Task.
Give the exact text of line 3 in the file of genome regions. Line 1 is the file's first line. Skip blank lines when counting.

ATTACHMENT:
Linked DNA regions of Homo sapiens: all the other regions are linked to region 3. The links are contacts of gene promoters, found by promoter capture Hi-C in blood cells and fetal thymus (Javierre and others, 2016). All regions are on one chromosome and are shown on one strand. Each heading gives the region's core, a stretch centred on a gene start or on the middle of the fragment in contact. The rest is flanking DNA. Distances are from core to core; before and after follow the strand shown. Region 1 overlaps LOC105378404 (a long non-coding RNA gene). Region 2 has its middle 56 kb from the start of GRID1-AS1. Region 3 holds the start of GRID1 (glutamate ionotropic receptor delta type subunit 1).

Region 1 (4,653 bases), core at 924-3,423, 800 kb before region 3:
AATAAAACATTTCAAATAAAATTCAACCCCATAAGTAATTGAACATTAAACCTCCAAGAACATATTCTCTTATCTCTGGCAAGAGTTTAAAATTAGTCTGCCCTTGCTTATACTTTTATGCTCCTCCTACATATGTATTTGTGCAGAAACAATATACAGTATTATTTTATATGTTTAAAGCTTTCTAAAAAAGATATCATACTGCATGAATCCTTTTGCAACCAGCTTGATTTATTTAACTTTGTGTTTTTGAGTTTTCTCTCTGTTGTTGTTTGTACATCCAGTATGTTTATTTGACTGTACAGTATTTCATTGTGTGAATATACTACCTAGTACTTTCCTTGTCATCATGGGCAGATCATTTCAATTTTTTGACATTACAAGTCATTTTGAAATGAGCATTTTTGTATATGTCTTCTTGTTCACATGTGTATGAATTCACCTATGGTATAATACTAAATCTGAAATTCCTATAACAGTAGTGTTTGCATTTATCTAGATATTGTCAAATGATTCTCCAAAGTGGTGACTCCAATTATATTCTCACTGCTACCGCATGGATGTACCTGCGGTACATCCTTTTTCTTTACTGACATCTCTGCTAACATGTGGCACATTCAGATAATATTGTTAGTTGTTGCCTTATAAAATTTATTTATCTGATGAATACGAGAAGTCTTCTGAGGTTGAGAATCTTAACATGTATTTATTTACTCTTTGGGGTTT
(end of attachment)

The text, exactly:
AATAAAACATTTCAAATAAAATTCAACCCCATAAGTAATTGAACATTAAACCTCCAAGAACATATTCTCTTATCTCTGGCAAGAGTTTAAAATTAGTCTGCCCTTGCTTATACTTTTATGCTCCTCCTACATATGTATTTGTGCAGAAACAATATACAGTATTATTTTATATGTTTAAAGCTTTCTAAAAAAGATATCATACTGCATGAATCCTTTTGCAACCAGCTTGATTTATTTAACTTTGTGTTTTTGAGTTTTCTCTCTGTTGTTGTTTGTACATCCAGTATGTTTATTTGACTGTACAGTATTTCATTGTGTGAATATACTACCTAGTACTTTCCTTGTCATCATGGGCAGATCATTTCAATTTTTTGACATTACAAGTCATTTTGAAATGAGCATTTTTGTATATGTCTTCTTGTTCACATGTGTATGAATTCACCTATGGTATAATACTAAATCTGAAATTCCTATAACAGTAGTGTTTGCATTTATCTAGATATTGTCAAATGATTCTCCAAAGTGGTGACTCCAATTATATTCTCACTGCTACCGCATGGATGTACCTGCGGTACATCCTTTTTCTTTACTGACATCTCTGCTAACATGTGGCACATTCAGATAATATTGTTAGTTGTTGCCTTATAAAATTTATTTATCTGATGAATACGAGAAGTCTTCTGAGGTTGAGAATCTTAACATGTATTTATTTACTCTTTGGGGTTT